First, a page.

1 Forecasting king
You don’t need From the Archive to tell you that printers are a bright bunch, especially when it comes to business. However, Bob Egerton, a Kall Kwik franchisee in Plymouth, is one smart cookie. In 1999, he won The Guardian’s economic forecast competition for the third time in eight years without any qualification in economics. According to the report, the figures he submitted to the competition, sponsored by Macmillan Press, were more accurate than chancellor Gordon Brown’s. He puts his success down to the scope of the printing.
2 Cracking ad
From the Archive isn’t quite sure what sort of message this ad wants to communicate. Rolling green hills, two naked chaps leaping about with gay abandon and, in the distance, a small yellow sign saying “Düsseldorf”. “Perfect – in every way”, reads the strapline at the top. Well, okay, if that’s your idea of perfection. “Let’s go – quickly” is probably good advice if you’re discovered in flagrante, but Düsseldorf seems an odd choice of safe haven if you’re starkers, particularly when Drupa is on.
3 Card sharps
Even as a child, From the Archive could never see the point in trading or collecting cards, but plenty of kids did and obsessed about completing sets of… I don’t know what. Football players? He-Men? Transformers? Which brings us to Pokémon, the Japanese trading card phenomenon that took the West by storm. These cards became so valuable that it was very profitable for forgers to knock out faked versions, provided the copies were good enough to be sold. But never underestimate the natural suspicion and cynicism of children, nor their unerring ability to spot when they are being cheated by grown-ups. A London newsagent was investigated after local kids alerted police to faked cards sold in the shop. Apparently, the youngsters picked up on different crimping styles on the packs and lower-grammage board used for the cards.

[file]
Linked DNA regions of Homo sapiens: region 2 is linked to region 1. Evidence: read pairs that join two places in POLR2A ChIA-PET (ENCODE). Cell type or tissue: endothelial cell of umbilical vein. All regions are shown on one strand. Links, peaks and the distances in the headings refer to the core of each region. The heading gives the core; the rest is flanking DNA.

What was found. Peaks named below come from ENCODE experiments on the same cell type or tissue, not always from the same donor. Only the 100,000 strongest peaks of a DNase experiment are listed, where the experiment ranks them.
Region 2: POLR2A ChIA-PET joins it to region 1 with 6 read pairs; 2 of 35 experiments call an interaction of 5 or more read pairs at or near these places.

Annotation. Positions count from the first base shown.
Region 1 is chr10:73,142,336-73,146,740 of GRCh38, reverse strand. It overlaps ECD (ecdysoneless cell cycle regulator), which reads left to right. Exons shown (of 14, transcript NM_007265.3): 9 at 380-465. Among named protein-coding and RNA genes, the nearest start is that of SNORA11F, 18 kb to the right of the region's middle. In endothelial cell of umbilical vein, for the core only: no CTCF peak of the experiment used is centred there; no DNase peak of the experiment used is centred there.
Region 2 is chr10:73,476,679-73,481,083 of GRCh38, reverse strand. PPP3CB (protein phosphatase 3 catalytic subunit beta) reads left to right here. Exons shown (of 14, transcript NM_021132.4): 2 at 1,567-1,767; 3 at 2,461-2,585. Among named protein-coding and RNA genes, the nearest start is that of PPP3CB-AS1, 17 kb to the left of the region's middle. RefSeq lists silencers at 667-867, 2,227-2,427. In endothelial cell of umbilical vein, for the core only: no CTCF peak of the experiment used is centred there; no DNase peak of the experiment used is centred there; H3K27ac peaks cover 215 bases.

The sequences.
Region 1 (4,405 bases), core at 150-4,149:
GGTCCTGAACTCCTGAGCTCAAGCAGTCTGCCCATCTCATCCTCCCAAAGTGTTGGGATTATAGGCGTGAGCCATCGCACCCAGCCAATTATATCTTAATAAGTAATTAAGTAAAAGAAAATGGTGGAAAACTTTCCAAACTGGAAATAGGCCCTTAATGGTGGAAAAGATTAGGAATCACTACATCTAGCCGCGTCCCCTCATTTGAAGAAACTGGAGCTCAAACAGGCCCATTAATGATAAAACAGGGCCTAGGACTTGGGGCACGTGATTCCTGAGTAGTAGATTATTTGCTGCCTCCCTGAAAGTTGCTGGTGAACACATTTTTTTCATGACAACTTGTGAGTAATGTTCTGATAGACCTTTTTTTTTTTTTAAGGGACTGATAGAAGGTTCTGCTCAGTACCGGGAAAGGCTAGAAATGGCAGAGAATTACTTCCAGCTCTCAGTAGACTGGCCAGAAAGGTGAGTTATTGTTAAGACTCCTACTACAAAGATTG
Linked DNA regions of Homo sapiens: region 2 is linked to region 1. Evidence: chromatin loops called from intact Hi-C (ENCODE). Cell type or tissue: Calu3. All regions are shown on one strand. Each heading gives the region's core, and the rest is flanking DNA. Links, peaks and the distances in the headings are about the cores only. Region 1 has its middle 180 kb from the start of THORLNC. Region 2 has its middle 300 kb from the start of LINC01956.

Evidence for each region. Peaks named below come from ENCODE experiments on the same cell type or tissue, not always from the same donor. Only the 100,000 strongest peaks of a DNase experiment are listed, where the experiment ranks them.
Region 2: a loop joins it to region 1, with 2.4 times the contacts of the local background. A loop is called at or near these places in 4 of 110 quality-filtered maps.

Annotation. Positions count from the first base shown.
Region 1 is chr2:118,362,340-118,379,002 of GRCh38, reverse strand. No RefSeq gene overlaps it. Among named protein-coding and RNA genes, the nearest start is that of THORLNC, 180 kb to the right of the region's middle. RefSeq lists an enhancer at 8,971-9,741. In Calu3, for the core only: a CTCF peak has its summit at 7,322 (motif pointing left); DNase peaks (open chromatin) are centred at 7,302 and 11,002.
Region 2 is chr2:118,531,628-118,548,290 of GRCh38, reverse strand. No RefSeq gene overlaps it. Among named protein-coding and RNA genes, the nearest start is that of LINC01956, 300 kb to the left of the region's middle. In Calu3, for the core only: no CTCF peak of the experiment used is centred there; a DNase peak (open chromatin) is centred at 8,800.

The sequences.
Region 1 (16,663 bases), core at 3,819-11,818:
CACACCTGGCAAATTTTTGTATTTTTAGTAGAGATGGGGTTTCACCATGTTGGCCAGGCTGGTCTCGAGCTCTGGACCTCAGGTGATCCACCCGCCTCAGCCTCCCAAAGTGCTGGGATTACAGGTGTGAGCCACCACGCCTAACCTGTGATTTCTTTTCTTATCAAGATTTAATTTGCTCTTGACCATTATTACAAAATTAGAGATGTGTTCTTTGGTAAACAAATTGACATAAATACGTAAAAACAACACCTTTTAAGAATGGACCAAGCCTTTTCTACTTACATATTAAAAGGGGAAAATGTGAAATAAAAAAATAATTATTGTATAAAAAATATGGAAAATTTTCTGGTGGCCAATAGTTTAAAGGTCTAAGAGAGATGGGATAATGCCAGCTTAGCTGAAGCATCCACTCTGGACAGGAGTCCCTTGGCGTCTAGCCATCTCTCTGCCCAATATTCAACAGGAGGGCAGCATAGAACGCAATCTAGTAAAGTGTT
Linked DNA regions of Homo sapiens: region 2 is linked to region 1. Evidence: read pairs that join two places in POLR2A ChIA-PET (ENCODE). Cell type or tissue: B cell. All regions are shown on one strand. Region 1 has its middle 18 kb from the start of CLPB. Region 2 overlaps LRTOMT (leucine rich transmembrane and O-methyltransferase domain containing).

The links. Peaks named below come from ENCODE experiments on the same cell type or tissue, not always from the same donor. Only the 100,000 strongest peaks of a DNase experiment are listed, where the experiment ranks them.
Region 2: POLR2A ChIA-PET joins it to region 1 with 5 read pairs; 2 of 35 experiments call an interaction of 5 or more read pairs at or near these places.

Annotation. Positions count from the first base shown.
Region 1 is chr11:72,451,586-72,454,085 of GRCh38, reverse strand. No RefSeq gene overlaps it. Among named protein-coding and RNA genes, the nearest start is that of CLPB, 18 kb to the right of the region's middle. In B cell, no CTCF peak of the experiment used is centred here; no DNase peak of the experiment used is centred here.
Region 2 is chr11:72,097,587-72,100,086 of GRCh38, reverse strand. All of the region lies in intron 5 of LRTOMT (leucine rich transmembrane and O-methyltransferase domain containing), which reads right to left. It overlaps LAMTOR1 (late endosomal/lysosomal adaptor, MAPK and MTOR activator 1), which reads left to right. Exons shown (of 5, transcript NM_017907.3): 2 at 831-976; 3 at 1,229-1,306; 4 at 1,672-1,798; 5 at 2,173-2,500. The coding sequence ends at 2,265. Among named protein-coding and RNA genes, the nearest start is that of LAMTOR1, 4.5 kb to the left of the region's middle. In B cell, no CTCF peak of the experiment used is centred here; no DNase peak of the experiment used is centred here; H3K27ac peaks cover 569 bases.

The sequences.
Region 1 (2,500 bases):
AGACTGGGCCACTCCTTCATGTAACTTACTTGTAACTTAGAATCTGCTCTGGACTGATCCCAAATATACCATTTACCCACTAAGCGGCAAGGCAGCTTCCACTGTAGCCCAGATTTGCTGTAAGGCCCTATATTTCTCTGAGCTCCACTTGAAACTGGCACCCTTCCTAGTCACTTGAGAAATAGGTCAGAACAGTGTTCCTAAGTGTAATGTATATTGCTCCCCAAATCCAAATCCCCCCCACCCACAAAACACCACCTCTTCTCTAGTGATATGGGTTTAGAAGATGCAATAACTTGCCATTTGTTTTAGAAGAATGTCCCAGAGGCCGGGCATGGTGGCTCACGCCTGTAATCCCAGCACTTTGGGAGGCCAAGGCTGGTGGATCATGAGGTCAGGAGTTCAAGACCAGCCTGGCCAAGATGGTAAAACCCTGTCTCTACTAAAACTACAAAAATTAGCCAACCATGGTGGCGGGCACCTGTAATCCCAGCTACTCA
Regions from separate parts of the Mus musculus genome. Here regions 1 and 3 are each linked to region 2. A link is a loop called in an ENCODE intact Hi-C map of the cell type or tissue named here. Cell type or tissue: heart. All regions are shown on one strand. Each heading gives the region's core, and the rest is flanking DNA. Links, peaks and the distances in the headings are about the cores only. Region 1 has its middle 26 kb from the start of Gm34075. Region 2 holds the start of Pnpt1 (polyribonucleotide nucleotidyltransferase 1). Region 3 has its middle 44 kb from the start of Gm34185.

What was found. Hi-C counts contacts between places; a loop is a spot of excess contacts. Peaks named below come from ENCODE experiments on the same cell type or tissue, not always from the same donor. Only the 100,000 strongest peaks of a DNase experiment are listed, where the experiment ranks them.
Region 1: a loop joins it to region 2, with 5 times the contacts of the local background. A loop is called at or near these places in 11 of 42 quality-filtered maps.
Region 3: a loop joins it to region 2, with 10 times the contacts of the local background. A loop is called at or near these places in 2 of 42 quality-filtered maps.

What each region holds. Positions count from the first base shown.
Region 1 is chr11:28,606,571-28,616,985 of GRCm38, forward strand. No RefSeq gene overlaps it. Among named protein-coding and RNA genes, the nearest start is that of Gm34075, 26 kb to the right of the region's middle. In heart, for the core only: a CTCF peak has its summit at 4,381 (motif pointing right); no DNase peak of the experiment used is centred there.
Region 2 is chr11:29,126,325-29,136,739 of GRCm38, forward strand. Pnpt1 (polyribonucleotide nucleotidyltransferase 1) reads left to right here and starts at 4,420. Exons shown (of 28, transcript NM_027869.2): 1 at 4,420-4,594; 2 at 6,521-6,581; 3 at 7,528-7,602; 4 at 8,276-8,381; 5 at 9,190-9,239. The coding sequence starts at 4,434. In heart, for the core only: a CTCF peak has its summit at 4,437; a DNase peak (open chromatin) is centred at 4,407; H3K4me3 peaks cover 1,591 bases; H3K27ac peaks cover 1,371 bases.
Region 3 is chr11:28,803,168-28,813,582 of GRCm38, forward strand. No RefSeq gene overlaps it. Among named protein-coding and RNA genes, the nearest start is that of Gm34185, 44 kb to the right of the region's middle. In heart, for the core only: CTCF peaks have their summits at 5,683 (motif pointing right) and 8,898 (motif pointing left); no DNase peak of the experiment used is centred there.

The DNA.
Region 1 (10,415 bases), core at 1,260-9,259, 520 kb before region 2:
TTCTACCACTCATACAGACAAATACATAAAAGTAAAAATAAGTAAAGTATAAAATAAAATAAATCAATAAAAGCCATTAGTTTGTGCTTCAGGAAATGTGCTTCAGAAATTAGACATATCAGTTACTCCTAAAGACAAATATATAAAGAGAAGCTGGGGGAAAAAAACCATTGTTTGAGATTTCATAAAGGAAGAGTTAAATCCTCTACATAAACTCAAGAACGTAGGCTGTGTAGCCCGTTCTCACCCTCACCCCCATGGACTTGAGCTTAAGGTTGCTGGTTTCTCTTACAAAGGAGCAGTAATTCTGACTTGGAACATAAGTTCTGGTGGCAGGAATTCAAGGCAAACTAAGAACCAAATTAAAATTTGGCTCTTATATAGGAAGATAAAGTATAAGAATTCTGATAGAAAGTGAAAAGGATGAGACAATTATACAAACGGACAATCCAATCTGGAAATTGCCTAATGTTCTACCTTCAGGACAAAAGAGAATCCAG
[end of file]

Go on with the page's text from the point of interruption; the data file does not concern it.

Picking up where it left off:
4 Stinkin’ badges!
For From the Archive, and many others of its generation, the Blue Peter Badge was perhaps childhood’s most coveted object, so imagine our horror at the idea that some unprincipled scoundrel was flogging hooky ones! Print technology was recruited into the team tackling this heinous villainy, with the Centre of Industrial Collaboration in Digital Print volunteering its expertise in colourants and security printing to help the BBC identify the fakers.
5 What’s in a name?
Repro house Orange Communications registered its name in 1993 at roughly the same time as a certain mobile phone network – something that Joe Public is much more likely to associate with “communications” – set up shop in the UK. As a result, the repro firm found itself fielding endless phone calls from disgruntled Orange customers “moaning about disconnections and faulty lines”. Director Ian Greatorex said: “I’m pretty p****d off.” (From the Archive is going to go out on a limb and suggest he said he was ‘pissed off’.) “We were here first… Everyone knew us as Orange and then this monolithic telephone company came on the scene and it was like ‘tough s**t’.” (FTA: “shit”, reckon). Sadly, the future was dim for Orange Communications; it didn’t last long enough to see its mobile network adversary merge with T-Mobile to form EE and enable it to reclaim its nominal birth right – it was liquidated in 2004.
6 Paper up in the air
From the Archive wonders how “junior” a team from the junior chamber of commerce in Tokorozawa City, north west of Tokyo, were when they conceived a plan to launch a 13.5m, 23kg paper plane into the air as part of a plan to secure a spot in the Guinness Book of Records. That said, the plane’s 40m flight must have been an impressive sight.
7 Much wow
Stephen “Spielberg” Moon was the focus of this news item following completion of his own 12-minute contribution to the Star Trek cannon, a project that had taken him 18 months to film on a hand-built set in his back garden. Sadly, a trawl through YouTube has failed to locate Dog Trek: The Next Generation, but it apparently starred a pedigree akita as Captain Kaisha and Admiral Buster, a 17-year-old mongrel alongside the rest of the seven-strong canine cast. “My workmates thought I was barmy, but I’ve given them copies of the film and they think it’s great,” said Moon. Sure they do, Stephen, sure they do.
8 All change
Back in this year, a remarkable transformation was taking place. At the end of April, “Britain’s best-read printing magazine” LithoWeek had retreated into a chrysalis to emerge a week later as the glorious butterfly we know today as Printweek – although it eschewed gossamer wings in favour of metallic gold cover wrap. The mag was now on all-gloss stock and printed four-colour throughout (well, nearly). “More of everything” was the message, but the real story was the acceptance that litho was only part of an industry that was progressing technologically in leaps and bounds. The move was a recognition that the print “village” was expanding and its community more diverse. Well said, but what was the year?
Answers 1 May 1999; 2 May 2004; 3 May 2005; 4 April 2006; 5 May 1997; 6 April 1994; 7 May 1995; 8 May 1993